Skip to Content
chevron-left chevron-right chevron-up chevron-right chevron-left arrow-back star phone quote checkbox-checked search wrench info shield play connection mobile coin-dollar spoon-knife ticket pushpin location gift fire feed bubbles home heart calendar price-tag credit-card clock envelop facebook instagram twitter youtube pinterest yelp google reddit linkedin envelope bbb pinterest homeadvisor angies

Sump pumps are pumps that are often found in basements or low areas of a building. They are almost always found where water collects, and their main function is to remove as much of the water as possible. This is an important function because it helps preserve the structure and integrity of a building and sometimes protects other items of interest.

How Does It Work?

First of all, a sump pump usually sits in a well or pit that was designed with the pump in mind. This “sump pit” will probably be in the lowest part of the basement, with the intention of attracting water. Most pumps, (but not all) are activated when the water level around them rises. This is measured by either a pressure sensor or a float activator. Each of these acts as its name would suggest. As the water flows into the unit, it is immediately pushed through a pump, usually a centrifugal pump, which turns an impeller to push the water through the pipe. The pump can either be submersible, which sits in the water, or pedestal, which sits above the water and does not get wet. The second tends to be louder because the sound is not dampened by surrounding water, but it also tends to be cheaper. The pump pushes the unwanted water through a pipe, then through a device called a check valve. The check valve allows the water to flow out, but not back into the pump when the pump turns off. Then the water continues to the outside world, where it is allowed to drain. But it must be carried far enough away from the structure that the water does not drain back into the basement, as this would create a rather annoying loop.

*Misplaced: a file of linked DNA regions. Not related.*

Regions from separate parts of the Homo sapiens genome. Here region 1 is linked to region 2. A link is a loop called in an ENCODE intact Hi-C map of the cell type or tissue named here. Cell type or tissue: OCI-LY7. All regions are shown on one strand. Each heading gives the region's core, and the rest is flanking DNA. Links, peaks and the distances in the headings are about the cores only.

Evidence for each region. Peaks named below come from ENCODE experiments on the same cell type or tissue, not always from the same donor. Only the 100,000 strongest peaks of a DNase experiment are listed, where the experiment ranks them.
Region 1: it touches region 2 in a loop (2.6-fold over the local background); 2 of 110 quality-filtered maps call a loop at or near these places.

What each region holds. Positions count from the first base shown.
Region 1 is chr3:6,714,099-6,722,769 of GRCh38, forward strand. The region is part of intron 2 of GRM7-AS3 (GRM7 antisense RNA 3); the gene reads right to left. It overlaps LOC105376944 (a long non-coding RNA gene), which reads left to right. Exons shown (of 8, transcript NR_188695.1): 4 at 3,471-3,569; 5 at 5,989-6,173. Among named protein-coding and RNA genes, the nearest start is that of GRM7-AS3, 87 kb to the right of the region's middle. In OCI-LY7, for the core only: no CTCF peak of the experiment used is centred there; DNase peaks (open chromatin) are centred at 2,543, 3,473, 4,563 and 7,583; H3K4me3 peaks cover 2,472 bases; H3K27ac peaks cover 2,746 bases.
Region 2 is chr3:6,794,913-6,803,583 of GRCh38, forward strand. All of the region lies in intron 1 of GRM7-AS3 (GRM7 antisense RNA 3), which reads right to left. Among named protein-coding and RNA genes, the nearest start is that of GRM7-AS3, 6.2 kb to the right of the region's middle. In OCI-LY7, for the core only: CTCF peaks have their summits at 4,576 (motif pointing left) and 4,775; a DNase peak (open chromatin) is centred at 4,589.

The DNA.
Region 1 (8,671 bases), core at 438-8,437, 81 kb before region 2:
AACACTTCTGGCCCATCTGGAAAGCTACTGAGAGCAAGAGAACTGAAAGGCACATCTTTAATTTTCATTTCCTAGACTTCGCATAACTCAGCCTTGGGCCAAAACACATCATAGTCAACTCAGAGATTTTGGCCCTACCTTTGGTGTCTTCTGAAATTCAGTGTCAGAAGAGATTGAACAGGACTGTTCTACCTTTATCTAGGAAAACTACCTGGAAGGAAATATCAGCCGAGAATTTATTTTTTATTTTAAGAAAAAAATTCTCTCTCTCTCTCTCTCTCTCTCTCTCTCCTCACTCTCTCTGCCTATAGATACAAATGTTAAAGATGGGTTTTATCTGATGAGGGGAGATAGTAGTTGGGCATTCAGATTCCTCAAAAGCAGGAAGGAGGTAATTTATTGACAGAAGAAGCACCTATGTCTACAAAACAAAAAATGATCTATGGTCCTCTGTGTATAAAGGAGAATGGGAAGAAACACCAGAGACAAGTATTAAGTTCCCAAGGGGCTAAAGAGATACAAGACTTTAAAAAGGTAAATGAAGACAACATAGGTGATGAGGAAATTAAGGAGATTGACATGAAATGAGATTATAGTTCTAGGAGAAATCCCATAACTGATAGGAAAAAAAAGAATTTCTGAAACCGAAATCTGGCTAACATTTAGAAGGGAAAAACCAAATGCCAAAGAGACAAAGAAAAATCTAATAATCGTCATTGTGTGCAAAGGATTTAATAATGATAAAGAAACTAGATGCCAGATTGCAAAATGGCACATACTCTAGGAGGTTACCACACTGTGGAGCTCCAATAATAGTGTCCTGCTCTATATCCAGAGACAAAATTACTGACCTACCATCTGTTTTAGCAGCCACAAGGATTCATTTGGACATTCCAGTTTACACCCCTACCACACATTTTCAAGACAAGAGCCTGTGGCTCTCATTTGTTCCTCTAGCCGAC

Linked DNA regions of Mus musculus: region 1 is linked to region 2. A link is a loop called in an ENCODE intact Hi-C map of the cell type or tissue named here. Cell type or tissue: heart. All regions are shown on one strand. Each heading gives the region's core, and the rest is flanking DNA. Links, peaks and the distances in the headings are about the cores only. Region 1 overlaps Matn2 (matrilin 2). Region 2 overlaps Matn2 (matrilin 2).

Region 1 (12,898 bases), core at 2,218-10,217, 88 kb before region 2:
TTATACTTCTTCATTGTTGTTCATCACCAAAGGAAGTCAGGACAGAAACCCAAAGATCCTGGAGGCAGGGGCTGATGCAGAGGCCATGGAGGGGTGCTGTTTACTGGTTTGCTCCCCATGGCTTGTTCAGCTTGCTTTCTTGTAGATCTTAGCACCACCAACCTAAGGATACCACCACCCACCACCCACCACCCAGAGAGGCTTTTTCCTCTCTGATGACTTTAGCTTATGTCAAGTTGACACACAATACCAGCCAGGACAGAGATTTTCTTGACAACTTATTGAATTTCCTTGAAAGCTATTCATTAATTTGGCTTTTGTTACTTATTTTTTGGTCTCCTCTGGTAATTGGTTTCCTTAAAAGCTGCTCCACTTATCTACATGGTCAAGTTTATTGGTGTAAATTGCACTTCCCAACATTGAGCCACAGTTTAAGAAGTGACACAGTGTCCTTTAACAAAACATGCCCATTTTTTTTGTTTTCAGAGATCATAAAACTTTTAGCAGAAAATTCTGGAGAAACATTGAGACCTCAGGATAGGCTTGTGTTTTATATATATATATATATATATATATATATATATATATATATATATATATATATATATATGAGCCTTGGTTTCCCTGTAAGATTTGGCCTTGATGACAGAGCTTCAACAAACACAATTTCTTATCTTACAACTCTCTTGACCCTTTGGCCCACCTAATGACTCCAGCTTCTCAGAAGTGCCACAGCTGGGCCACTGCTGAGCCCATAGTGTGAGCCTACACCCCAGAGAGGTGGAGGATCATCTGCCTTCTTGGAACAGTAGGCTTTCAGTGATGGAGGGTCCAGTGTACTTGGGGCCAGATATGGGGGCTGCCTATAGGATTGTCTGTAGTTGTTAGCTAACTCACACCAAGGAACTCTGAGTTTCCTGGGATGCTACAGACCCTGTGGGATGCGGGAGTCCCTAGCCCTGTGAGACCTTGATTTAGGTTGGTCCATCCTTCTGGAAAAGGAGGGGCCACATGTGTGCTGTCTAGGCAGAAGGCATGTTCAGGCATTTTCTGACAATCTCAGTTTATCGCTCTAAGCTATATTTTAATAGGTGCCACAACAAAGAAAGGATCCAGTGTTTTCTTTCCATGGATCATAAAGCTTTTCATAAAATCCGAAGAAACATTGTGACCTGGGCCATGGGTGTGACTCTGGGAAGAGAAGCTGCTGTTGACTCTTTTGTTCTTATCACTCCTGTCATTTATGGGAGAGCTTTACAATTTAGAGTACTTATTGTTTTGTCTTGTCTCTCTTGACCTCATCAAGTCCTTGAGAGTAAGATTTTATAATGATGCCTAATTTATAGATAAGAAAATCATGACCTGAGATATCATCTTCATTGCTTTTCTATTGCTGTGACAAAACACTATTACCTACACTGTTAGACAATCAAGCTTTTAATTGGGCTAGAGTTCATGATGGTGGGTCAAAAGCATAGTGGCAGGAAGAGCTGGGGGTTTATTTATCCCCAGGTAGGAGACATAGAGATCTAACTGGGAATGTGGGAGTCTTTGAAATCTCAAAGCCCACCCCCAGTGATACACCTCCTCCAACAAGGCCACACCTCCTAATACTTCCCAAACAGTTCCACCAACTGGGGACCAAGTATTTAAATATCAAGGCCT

If you think you might need a sump pump, or have another water related problem, or if you’re just curious to know more, contact us. We’ll do whatever we can to help you out.

Ready to Get Started?

Contact Us Today to Schedule a No Pressure, No Obligation, Free Quote!